HARRISBURG, Pa. — Prosecutors moved to reinstate most of the dismissed charges Friday against 11 members of a now-closed Penn State fraternity for actions related to the death of a pledge earlier this year after a night of drinking and hazing.

A judge in early September threw out the most serious charges against eight defendants, involuntary manslaughter and felony aggravated assault, but all 16 of those counts were refiled. As a result, those defendants again face the possibility of several years in prison, if convicted.

There were no new charges against two who had waived the preliminary hearing, against four who faced single counts that were thrown out in September, or against one defendant who had 28 of 52 charges tossed and is accused of buying alcohol for the Beta Theta Pi bid acceptance night party.

District Attorney Stacy Parks Miller had said after the seven-day, hotly contested preliminary hearing that she would re-file.

“Continuing investigation is occurring around other outstanding matters and additional new charges may be forthcoming,” Parks Miller, who leaves office in January, said in a statement.

She also filed a request that a county judge appoint a new district judge for the second preliminary hearing.

Attorney Rocco Cipparone, who represents defendant Michael Bonatucci, said he likely will contest Parks Miller’s effort to reinstate the charges, as well as the request for a new judge in the case.

“It’s in my opinion unjust and unwarranted, both legally and factually,” Cipparone said about the refiling. “There’s nothing new. This is just the exact same charges that we litigated almost to the point where it felt like a trial, absent a jury.”

The charges relate to the Feb. 4 death of Tim Piazza, a 19-year-old sophomore engineering student from Lebanon, New Jersey. He was found to have a fractured skull, damaged spleen and other injuries and to have consumed a dangerous amount of alcohol after he died following participation in a Beta Theta Pi pledge ceremony.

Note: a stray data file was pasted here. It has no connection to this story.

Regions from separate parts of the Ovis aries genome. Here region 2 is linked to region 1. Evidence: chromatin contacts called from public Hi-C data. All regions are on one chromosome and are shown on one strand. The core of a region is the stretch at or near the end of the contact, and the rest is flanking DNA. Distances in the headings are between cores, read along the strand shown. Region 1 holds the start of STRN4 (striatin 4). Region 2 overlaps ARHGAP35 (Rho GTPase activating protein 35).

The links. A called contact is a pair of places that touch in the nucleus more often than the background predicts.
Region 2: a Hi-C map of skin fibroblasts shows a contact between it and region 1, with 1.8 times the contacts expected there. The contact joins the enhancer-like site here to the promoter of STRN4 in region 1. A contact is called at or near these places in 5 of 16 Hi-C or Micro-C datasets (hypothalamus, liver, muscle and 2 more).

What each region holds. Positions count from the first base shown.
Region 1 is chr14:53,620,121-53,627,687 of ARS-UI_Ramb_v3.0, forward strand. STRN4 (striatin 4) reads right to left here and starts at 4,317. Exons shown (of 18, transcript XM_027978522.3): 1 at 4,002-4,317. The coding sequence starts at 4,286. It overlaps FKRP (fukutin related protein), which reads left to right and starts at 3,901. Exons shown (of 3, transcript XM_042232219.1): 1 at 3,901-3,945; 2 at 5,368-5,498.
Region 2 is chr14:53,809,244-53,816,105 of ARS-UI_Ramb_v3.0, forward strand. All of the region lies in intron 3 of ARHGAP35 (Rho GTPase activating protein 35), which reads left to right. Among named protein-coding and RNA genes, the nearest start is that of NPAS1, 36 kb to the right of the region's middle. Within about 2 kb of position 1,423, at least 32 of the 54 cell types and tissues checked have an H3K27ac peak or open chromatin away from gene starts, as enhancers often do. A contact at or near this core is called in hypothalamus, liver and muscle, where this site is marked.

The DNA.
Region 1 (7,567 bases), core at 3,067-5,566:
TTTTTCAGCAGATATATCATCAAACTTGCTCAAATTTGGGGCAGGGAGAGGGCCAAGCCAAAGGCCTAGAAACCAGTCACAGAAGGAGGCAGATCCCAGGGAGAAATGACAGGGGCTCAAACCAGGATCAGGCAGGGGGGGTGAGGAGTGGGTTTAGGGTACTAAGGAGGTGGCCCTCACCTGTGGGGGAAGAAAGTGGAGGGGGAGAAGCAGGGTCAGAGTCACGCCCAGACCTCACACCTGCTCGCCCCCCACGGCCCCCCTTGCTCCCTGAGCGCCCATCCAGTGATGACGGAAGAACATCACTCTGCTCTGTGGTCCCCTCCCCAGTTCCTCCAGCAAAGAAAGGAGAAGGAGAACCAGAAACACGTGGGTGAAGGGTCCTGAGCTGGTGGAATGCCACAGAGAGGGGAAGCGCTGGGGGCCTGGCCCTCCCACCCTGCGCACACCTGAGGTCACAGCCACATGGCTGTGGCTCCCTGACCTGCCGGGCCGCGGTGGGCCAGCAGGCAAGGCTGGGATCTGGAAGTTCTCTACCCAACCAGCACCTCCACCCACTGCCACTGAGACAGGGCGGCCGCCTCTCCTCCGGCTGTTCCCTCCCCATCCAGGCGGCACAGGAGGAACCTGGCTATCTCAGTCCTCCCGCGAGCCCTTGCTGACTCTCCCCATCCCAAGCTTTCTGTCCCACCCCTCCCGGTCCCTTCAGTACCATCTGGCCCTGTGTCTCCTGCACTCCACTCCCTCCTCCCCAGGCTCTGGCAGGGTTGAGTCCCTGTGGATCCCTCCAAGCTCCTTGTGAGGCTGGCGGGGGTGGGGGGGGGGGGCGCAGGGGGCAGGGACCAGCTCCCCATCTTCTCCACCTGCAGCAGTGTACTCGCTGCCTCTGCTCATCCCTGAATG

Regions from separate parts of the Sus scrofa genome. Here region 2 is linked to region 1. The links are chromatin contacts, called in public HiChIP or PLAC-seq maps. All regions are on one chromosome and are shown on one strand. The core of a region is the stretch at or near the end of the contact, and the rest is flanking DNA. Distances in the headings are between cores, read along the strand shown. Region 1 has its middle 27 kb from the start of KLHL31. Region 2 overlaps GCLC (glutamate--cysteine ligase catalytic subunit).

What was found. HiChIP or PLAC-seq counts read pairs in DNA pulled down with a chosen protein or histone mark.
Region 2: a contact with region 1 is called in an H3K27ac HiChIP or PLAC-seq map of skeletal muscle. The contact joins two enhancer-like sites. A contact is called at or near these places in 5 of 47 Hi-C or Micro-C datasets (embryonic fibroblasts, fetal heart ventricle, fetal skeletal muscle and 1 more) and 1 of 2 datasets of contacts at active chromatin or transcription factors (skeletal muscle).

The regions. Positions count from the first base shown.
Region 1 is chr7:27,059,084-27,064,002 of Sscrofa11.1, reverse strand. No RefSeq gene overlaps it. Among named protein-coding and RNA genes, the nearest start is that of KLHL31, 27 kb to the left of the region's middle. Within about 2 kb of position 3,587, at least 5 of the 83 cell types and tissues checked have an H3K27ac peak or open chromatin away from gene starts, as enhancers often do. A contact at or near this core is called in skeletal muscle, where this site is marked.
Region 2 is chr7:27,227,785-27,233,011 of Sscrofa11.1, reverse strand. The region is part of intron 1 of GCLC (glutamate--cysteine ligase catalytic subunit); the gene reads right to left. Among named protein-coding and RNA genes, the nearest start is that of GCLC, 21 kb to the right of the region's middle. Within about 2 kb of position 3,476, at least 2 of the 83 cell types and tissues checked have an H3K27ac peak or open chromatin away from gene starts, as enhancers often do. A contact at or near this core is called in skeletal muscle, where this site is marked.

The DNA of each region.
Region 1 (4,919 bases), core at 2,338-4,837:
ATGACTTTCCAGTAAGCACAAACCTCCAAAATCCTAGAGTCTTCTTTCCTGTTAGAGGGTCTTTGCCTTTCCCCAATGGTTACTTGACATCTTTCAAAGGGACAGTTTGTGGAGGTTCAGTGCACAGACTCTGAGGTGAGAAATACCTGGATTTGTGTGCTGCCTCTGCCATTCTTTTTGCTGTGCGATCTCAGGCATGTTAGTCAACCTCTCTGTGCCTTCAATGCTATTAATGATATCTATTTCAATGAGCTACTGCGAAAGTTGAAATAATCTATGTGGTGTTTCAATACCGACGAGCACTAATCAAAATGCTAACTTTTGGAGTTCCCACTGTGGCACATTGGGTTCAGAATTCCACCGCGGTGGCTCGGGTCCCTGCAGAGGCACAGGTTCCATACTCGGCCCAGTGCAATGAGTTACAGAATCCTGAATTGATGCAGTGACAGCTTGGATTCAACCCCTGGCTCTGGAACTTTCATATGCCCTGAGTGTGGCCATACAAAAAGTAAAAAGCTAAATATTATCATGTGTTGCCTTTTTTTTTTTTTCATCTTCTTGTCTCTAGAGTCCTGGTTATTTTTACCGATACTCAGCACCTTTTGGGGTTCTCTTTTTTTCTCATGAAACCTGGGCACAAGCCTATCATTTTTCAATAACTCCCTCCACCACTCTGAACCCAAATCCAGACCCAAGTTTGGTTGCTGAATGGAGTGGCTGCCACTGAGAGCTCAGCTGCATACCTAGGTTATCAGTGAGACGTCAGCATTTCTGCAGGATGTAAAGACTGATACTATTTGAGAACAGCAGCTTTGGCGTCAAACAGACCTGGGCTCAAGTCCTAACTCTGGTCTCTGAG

Recordings taken from the fraternity house’s extensive system of security cameras captured many of the events that night, including Piazza’s participation in a drinking “gauntlet” that required pledges to chug beer, wine and vodka.

Not long afterward, Piazza needed to be helped to a couch, and his most serious injuries may have occurred during a subsequent fall down a long flight of basement stairs.

The footage showed fraternity members taking ineffective and even counterproductive steps to help him, including pouring liquid on him and strapping on a loaded backpack to keep him from choking on his vomit.

Piazza was shown stumbling around in the dark overnight, then disappeared from view. He was found the next morning unconscious in the basement, but it took his friends about 40 minutes to summon an ambulance.

At the first preliminary hearing, defense attorneys argued their clients played minimal roles or did nothing that would constitute a crime. They argued the fraternity members didn’t anticipate Piazza would be fatally injured.

The Piazza family’s civil lawyer, Tom Kline, hailed the district attorney’s move to pursue the dismissed charges.

“The Piazza family is both pleased and supportive of the refiling of the charges in their quest for complete justice in this tragedy,” Kline said Friday.

Lawyers for nine of the defendants did not immediately return messages. One declined comment.

The remaining defendant, Craig Heimer, is accused of buying alcohol for the party. Prosecutors did not move to reinstate 14 counts each of reckless endangerment and hazing that were dismissed two months ago. He still faces 12 counts of furnishing alcohol to minors and 12 counts of alcohol violations.

Heimer’s lawyer, Evan Kelly, said he was “grateful” for the prosecution’s decision. He said his client still disputes some of the remaining counts.

“I think there are too many counts,” Kelly said. “We dispute some of the other charges he’s still facing. At the end of the day, he did commit furnishing.”

A court official said the defendants will be arraigned by appointment with the district judge.